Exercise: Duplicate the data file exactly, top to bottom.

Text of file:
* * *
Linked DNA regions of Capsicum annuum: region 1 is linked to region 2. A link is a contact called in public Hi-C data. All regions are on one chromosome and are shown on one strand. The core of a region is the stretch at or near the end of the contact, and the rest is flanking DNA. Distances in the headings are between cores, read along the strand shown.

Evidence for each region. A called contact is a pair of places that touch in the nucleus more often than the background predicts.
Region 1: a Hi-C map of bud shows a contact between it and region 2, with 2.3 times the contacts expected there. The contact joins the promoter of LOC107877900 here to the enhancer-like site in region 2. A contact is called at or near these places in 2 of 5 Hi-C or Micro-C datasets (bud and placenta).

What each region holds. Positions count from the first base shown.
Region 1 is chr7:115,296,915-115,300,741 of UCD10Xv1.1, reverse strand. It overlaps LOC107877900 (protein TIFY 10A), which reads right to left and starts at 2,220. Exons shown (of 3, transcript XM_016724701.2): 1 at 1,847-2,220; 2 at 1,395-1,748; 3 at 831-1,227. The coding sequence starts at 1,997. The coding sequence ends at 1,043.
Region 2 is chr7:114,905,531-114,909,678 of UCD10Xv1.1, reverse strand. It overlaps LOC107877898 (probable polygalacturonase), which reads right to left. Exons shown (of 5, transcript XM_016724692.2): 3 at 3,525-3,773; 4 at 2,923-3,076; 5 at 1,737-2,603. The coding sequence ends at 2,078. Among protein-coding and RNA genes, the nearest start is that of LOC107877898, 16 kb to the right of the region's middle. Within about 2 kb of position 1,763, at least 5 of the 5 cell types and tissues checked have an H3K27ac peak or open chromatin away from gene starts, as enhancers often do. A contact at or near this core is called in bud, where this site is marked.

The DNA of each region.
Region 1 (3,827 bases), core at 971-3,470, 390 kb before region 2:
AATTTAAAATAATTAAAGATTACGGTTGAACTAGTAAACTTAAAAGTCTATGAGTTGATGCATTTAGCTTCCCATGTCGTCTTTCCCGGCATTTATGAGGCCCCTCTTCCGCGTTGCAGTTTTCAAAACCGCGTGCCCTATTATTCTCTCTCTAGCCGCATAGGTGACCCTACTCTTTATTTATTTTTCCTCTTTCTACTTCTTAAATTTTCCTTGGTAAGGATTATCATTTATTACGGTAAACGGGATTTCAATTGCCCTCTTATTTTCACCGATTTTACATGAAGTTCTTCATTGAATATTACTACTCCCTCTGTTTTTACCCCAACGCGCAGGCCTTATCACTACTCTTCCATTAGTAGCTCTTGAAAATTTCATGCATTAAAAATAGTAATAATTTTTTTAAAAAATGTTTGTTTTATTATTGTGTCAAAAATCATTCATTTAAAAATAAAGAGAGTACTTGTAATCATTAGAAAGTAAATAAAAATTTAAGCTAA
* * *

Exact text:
Linked DNA regions of Capsicum annuum: region 1 is linked to region 2. A link is a contact called in public Hi-C data. All regions are on one chromosome and are shown on one strand. The core of a region is the stretch at or near the end of the contact, and the rest is flanking DNA. Distances in the headings are between cores, read along the strand shown.

Evidence for each region. A called contact is a pair of places that touch in the nucleus more often than the background predicts.
Region 1: a Hi-C map of bud shows a contact between it and region 2, with 2.3 times the contacts expected there. The contact joins the promoter of LOC107877900 here to the enhancer-like site in region 2. A contact is called at or near these places in 2 of 5 Hi-C or Micro-C datasets (bud and placenta).

What each region holds. Positions count from the first base shown.
Region 1 is chr7:115,296,915-115,300,741 of UCD10Xv1.1, reverse strand. It overlaps LOC107877900 (protein TIFY 10A), which reads right to left and starts at 2,220. Exons shown (of 3, transcript XM_016724701.2): 1 at 1,847-2,220; 2 at 1,395-1,748; 3 at 831-1,227. The coding sequence starts at 1,997. The coding sequence ends at 1,043.
Region 2 is chr7:114,905,531-114,909,678 of UCD10Xv1.1, reverse strand. It overlaps LOC107877898 (probable polygalacturonase), which reads right to left. Exons shown (of 5, transcript XM_016724692.2): 3 at 3,525-3,773; 4 at 2,923-3,076; 5 at 1,737-2,603. The coding sequence ends at 2,078. Among protein-coding and RNA genes, the nearest start is that of LOC107877898, 16 kb to the right of the region's middle. Within about 2 kb of position 1,763, at least 5 of the 5 cell types and tissues checked have an H3K27ac peak or open chromatin away from gene starts, as enhancers often do. A contact at or near this core is called in bud, where this site is marked.

The DNA of each region.
Region 1 (3,827 bases), core at 971-3,470, 390 kb before region 2:
AATTTAAAATAATTAAAGATTACGGTTGAACTAGTAAACTTAAAAGTCTATGAGTTGATGCATTTAGCTTCCCATGTCGTCTTTCCCGGCATTTATGAGGCCCCTCTTCCGCGTTGCAGTTTTCAAAACCGCGTGCCCTATTATTCTCTCTCTAGCCGCATAGGTGACCCTACTCTTTATTTATTTTTCCTCTTTCTACTTCTTAAATTTTCCTTGGTAAGGATTATCATTTATTACGGTAAACGGGATTTCAATTGCCCTCTTATTTTCACCGATTTTACATGAAGTTCTTCATTGAATATTACTACTCCCTCTGTTTTTACCCCAACGCGCAGGCCTTATCACTACTCTTCCATTAGTAGCTCTTGAAAATTTCATGCATTAAAAATAGTAATAATTTTTTTAAAAAATGTTTGTTTTATTATTGTGTCAAAAATCATTCATTTAAAAATAAAGAGAGTACTTGTAATCATTAGAAAGTAAATAAAAATTTAAGCTAA